Oakwood Elementary Honors Mathu Crandall as Kiwanis Club Teacher of the Year
Dec 07, 2015 03:20PM
● By Stephanie Lauritzen
By Stephanie Lauritzen
Cottonwood-Holladay - At Oakwood Elementary school, students in Mr. Crandall’s 5th-grade class know to expect the unexpected. After all, a simple lesson on chemical reactions might end with Mentos candy exploding in Pepsi, or students might learn about electricity by building their own electrical circuits using Christmas lights and paper clips. Not to mention the outfits: students often arrive at school to find “Mr. C” dressed up like a gorilla or an Elvis impersonator in blue suede shoes. Former students claim that Crandall can make any subject fun, “even math,” and office administrator Holly Fairbanks notes that students “hate missing school” since an absence inevitably means missing out on something new and exciting.
In recognition of his efforts at the school, parents, friends, coworkers, and Principal Dianne Phillips all wrote letters nominating Mathu Crandall for this year’s Kiwanis Club Teacher of the Year Award. Crandall was selected as the winner from a pool of applicants from over 150 Utah schools, and Fairbanks helped collect and organize the dozens of letters written in his support. Each letter of recommendation recognized a different service Crandall provided to the school and community, from his efforts as a volunteer fireman during the summer to his participation as “loaned legs,” in local races, in which he runs with special needs students in over 20 events per year. He is a guaranteed cheerleader at student’s extracurricular sports games, and manages to win every fundraising competition offered by the school.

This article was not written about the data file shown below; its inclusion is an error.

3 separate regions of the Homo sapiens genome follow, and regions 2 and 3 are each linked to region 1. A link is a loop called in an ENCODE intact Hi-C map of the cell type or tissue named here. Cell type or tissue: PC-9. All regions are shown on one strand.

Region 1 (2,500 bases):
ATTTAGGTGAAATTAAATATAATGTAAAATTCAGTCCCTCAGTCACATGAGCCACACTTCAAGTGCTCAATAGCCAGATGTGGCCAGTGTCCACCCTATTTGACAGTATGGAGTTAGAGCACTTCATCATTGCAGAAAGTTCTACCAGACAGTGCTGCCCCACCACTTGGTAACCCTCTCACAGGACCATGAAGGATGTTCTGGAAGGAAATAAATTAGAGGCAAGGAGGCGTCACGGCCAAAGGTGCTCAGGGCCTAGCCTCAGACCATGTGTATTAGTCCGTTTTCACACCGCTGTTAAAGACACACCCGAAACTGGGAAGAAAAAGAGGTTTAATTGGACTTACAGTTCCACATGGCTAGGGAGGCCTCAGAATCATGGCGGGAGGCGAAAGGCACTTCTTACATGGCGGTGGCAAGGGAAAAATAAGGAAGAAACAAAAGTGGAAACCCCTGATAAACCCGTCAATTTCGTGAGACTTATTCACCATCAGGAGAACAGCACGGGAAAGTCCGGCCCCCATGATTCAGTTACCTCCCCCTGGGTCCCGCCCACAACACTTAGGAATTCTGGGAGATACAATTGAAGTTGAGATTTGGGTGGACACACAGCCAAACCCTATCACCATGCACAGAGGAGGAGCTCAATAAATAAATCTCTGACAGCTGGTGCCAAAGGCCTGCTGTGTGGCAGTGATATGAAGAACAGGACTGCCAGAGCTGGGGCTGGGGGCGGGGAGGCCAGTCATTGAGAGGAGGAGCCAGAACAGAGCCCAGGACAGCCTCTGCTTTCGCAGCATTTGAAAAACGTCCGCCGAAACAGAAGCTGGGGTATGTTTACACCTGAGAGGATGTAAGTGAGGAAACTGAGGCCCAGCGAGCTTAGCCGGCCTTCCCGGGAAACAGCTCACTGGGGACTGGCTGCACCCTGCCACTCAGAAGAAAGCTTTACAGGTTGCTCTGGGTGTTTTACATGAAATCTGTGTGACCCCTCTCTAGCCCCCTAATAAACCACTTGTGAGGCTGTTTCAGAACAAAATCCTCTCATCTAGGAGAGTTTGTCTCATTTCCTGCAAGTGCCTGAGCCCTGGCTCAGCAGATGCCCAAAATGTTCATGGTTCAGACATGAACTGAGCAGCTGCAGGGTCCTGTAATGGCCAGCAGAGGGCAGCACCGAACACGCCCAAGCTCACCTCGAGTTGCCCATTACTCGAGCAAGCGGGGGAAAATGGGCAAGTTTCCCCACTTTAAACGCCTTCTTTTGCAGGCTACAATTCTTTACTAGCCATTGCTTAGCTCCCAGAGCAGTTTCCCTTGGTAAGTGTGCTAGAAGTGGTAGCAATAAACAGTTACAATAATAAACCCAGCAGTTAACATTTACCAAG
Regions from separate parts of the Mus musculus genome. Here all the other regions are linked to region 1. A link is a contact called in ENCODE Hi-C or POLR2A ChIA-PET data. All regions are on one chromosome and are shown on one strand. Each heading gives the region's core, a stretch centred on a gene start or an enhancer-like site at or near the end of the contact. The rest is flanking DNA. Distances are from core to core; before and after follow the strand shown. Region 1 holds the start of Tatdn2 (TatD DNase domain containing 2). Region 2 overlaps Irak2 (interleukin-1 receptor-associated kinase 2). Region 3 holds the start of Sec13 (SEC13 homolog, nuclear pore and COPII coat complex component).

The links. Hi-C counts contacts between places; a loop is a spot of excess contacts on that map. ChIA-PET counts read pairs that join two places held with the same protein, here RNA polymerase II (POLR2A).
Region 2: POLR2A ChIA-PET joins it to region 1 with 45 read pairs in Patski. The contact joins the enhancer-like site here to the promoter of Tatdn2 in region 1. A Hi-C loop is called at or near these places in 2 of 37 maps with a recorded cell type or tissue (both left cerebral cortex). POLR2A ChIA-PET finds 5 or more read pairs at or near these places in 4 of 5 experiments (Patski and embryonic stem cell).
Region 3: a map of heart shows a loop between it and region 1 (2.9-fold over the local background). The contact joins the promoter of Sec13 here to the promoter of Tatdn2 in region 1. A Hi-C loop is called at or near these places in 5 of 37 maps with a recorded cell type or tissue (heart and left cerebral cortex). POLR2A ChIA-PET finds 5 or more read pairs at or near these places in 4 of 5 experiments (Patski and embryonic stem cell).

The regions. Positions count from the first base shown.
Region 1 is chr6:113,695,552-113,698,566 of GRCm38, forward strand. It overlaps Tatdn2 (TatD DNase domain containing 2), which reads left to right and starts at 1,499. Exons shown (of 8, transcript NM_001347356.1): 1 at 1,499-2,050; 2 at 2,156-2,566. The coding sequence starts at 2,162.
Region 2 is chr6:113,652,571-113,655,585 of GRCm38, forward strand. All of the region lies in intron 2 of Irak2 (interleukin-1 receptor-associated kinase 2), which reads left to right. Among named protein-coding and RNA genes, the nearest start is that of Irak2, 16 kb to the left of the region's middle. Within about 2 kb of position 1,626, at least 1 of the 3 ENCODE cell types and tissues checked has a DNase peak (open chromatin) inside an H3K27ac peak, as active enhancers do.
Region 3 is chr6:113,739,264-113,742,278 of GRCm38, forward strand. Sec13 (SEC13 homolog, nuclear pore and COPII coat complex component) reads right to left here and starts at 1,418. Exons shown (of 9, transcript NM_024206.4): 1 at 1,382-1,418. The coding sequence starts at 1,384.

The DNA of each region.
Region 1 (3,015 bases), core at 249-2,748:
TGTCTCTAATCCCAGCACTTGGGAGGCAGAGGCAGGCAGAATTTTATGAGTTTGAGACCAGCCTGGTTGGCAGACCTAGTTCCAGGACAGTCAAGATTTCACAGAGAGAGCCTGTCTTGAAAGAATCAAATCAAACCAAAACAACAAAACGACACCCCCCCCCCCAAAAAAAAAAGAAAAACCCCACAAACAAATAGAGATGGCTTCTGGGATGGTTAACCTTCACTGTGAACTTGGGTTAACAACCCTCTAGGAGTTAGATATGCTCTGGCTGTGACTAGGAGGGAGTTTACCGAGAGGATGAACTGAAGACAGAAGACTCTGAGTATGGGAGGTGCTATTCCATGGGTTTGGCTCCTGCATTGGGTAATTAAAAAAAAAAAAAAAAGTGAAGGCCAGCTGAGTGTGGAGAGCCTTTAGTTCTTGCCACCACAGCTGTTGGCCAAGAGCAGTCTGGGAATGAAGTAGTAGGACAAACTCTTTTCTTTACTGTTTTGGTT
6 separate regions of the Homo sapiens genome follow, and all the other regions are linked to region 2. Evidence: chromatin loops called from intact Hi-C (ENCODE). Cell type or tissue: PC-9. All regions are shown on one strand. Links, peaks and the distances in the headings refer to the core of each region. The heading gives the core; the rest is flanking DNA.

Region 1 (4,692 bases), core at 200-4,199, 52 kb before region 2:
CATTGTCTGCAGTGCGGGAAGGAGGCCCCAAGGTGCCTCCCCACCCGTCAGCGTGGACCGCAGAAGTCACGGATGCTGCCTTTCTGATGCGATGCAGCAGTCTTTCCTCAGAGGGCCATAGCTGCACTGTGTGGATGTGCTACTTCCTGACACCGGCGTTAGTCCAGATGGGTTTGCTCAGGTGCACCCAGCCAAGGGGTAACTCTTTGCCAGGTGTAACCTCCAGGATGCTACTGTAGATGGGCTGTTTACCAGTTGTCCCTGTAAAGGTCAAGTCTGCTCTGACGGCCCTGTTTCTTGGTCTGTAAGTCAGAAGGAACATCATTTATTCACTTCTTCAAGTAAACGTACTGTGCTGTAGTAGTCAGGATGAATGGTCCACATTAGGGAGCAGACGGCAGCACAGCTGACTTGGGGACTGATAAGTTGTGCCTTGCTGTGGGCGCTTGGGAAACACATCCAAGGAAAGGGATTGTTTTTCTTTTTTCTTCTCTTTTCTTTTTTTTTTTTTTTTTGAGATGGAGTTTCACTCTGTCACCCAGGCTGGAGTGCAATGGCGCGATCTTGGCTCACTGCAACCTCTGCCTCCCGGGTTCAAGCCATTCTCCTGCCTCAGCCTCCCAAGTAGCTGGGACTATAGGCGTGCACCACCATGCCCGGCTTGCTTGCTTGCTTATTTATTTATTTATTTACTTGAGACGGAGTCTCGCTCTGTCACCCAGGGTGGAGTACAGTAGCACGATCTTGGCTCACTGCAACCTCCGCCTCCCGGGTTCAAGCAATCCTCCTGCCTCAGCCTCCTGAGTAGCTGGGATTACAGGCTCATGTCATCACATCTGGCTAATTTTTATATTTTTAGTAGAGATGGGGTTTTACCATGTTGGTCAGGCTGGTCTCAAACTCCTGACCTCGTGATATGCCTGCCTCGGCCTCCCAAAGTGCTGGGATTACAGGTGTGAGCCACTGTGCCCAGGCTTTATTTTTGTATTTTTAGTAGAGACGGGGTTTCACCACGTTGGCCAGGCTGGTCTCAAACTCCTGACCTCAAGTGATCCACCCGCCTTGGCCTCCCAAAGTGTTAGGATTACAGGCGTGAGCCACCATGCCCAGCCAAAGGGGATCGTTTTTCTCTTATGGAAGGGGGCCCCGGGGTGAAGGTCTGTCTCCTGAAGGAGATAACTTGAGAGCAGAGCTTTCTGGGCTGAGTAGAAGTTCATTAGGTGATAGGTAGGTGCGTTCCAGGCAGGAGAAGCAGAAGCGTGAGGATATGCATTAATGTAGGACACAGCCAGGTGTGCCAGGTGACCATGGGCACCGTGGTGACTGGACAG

But when asked what really makes Crandall special, Fairbanks emphasized his devotion to his students, and his remarkable ability to make each child feel special and important.
“He really cares, and really listens to the kids; he values their opinions and treats them like adults. Kids can tell when someone genuinely likes them. He gets to know every single student, and makes everyone feel important.” PTA president Holly Richardson shares Fairbank’s high opinion of Crandall. In her letter of recommendation, Richardson praised Crandall for his enthusiasm and school spirit. “His class has a unified feel because he teaches them the importance of pulling together to achieve goals. They cheer and encourage each other.”
Fellow educators, including the school’s principal, recognize Crandall’s innovative learning strategies, especially Crandall’s use of technology in the classroom. While students may learn percentages using Hershey candy bars and earn pancake breakfasts for completing their reading logs, Phillips notes that students also learn with advanced technology, preparing them for future learning opportunities.
“His goal is to get his students to use technology to complete their assignments and show creativity in the process. Not only is this method of teaching working, but the students love to participate in class,” Phillips said.
Crandall’s support of students extends far beyond his own classroom. Freyja Robinson’s recommendation letter shared her child’s experience racing with Crandall as her “loaned legs.” She described the loving and affectionate relationship shared between the pair, even though her daughter does not communicate verbally.
“Elizabeth was in heaven… Her eyes light up when she knows it is race day! Mathu is an amazing man with a huge heart for all children. He talks to Elizabeth not at her! It is amazing the bond the two of them have formed.”
Crandall now races with Robinson’s three-year-old twins, with similar results. “He has an amazing amount of compassion and love for these kids. It’s never about him or his race time, it is always about the child he is racing with and how he can make sure they are having the best time of their lives. We are blessed by his service and compassion. Mathu is a true hero in our lives!”